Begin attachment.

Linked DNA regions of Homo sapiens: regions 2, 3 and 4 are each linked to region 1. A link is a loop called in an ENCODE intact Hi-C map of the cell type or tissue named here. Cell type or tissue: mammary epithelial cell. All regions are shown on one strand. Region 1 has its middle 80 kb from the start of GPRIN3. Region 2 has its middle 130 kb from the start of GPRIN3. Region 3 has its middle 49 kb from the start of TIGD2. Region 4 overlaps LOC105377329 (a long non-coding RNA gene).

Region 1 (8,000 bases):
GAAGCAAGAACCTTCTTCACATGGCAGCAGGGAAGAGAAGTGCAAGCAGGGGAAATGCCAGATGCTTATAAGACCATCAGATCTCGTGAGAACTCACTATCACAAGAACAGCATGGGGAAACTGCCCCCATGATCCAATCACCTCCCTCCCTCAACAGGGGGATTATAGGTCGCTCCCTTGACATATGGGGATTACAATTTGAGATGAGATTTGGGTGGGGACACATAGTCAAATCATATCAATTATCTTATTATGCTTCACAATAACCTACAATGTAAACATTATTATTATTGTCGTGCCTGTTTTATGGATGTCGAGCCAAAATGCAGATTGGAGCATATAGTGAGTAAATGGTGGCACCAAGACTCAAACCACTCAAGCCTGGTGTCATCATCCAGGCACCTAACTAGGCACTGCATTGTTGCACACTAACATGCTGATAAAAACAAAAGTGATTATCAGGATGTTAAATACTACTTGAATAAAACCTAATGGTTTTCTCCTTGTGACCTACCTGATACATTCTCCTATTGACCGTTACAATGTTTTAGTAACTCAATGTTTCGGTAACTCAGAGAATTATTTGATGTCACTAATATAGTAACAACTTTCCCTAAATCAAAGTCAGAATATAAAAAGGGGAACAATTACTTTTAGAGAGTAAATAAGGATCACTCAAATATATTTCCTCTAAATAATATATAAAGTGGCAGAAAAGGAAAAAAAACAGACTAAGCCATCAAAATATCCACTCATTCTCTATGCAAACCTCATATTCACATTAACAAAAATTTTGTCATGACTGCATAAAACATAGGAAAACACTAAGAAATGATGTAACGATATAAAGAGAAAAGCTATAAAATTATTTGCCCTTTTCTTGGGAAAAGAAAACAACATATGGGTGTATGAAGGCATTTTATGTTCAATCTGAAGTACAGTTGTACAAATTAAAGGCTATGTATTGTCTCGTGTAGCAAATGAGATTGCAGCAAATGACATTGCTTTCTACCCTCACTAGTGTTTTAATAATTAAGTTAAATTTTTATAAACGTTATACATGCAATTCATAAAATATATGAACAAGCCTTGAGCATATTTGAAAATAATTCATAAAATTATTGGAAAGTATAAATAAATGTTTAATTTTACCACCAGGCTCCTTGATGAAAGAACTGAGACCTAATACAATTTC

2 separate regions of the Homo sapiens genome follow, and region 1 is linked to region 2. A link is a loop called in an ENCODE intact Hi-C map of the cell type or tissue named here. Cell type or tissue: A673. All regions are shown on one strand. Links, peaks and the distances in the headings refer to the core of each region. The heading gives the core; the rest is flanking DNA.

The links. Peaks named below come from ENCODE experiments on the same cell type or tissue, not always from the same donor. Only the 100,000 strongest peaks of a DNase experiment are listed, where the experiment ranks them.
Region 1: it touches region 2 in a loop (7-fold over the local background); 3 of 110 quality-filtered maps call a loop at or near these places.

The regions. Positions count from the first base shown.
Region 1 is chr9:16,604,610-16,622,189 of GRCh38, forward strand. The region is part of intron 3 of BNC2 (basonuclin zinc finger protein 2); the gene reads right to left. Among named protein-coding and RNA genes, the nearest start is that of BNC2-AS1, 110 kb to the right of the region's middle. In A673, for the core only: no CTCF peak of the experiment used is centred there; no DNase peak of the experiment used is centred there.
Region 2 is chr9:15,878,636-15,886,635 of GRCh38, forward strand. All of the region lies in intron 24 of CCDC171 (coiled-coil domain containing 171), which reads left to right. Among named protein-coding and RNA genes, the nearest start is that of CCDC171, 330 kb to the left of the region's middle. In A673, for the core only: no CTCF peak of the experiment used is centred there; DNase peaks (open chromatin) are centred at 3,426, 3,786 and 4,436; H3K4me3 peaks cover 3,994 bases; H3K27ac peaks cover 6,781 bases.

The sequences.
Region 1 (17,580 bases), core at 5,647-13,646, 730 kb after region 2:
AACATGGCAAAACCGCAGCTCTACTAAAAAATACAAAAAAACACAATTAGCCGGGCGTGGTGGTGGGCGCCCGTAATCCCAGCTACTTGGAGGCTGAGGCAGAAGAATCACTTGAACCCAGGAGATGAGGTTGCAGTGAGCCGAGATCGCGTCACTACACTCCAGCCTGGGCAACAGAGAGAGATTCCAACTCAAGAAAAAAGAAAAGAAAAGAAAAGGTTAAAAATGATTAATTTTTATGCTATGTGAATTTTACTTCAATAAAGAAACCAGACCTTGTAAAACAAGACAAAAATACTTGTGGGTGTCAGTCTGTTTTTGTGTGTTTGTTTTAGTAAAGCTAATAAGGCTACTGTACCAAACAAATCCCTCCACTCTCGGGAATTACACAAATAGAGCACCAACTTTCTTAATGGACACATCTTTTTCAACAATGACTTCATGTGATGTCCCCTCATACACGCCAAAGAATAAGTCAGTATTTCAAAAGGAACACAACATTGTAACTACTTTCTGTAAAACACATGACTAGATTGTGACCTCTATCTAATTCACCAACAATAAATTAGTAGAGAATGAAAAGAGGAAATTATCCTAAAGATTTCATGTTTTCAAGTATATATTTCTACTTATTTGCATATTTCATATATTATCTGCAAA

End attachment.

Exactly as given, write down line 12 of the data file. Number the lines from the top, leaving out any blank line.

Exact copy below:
AACATGGCAAAACCGCAGCTCTACTAAAAAATACAAAAAAACACAATTAGCCGGGCGTGGTGGTGGGCGCCCGTAATCCCAGCTACTTGGAGGCTGAGGCAGAAGAATCACTTGAACCCAGGAGATGAGGTTGCAGTGAGCCGAGATCGCGTCACTACACTCCAGCCTGGGCAACAGAGAGAGATTCCAACTCAAGAAAAAAGAAAAGAAAAGAAAAGGTTAAAAATGATTAATTTTTATGCTATGTGAATTTTACTTCAATAAAGAAACCAGACCTTGTAAAACAAGACAAAAATACTTGTGGGTGTCAGTCTGTTTTTGTGTGTTTGTTTTAGTAAAGCTAATAAGGCTACTGTACCAAACAAATCCCTCCACTCTCGGGAATTACACAAATAGAGCACCAACTTTCTTAATGGACACATCTTTTTCAACAATGACTTCATGTGATGTCCCCTCATACACGCCAAAGAATAAGTCAGTATTTCAAAAGGAACACAACATTGTAACTACTTTCTGTAAAACACATGACTAGATTGTGACCTCTATCTAATTCACCAACAATAAATTAGTAGAGAATGAAAAGAGGAAATTATCCTAAAGATTTCATGTTTTCAAGTATATATTTCTACTTATTTGCATATTTCATATATTATCTGCAAA